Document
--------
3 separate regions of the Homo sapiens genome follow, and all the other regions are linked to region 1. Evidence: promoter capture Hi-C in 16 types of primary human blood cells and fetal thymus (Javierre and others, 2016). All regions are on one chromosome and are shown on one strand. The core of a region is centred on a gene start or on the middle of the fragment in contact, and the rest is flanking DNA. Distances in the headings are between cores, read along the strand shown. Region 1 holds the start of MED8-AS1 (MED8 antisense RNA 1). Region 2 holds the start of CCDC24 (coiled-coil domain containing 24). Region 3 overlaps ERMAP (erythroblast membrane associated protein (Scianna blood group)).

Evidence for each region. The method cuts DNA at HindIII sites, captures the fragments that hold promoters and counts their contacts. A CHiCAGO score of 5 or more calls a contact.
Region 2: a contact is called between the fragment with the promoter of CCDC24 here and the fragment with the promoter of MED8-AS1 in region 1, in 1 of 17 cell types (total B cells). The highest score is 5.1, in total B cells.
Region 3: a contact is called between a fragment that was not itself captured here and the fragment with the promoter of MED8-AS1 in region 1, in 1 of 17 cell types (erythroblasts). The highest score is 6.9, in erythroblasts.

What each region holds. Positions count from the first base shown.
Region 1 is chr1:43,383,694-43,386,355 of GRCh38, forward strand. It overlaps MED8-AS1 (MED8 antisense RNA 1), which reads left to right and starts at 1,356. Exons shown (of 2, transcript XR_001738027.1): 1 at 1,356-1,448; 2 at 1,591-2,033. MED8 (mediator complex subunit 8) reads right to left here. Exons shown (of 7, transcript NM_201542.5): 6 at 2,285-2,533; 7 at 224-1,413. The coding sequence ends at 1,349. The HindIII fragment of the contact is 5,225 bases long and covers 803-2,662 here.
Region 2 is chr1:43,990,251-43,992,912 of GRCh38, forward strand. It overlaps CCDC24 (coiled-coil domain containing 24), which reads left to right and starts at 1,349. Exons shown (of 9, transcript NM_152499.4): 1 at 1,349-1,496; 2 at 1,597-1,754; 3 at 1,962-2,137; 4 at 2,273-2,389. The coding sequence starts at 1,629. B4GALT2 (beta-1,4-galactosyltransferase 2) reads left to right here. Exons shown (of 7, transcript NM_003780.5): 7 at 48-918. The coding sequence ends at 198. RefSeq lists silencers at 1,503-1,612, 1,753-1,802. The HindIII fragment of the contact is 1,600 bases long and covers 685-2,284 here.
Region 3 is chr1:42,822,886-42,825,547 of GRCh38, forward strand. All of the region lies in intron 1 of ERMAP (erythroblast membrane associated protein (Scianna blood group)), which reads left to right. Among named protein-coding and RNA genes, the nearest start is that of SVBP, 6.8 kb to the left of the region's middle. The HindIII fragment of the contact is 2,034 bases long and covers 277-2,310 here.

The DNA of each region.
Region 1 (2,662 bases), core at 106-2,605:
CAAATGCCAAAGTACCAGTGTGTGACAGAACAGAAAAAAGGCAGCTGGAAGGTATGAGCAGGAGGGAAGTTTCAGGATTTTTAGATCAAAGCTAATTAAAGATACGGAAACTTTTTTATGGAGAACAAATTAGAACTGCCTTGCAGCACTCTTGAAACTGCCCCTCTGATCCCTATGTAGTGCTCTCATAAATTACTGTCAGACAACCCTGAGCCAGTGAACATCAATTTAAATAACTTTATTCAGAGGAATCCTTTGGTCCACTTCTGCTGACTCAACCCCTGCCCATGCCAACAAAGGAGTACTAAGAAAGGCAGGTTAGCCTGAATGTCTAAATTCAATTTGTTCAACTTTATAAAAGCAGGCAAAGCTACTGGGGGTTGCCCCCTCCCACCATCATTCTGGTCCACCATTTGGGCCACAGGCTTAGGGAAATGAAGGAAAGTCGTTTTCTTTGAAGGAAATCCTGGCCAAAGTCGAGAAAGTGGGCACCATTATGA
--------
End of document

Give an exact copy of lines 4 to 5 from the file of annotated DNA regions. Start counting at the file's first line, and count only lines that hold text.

Region 3: a contact is called between a fragment that was not itself captured here and the fragment with the promoter of MED8-AS1 in region 1, in 1 of 17 cell types (erythroblasts). The highest score is 6.9, in erythroblasts.

What each region holds. Positions count from the first base shown.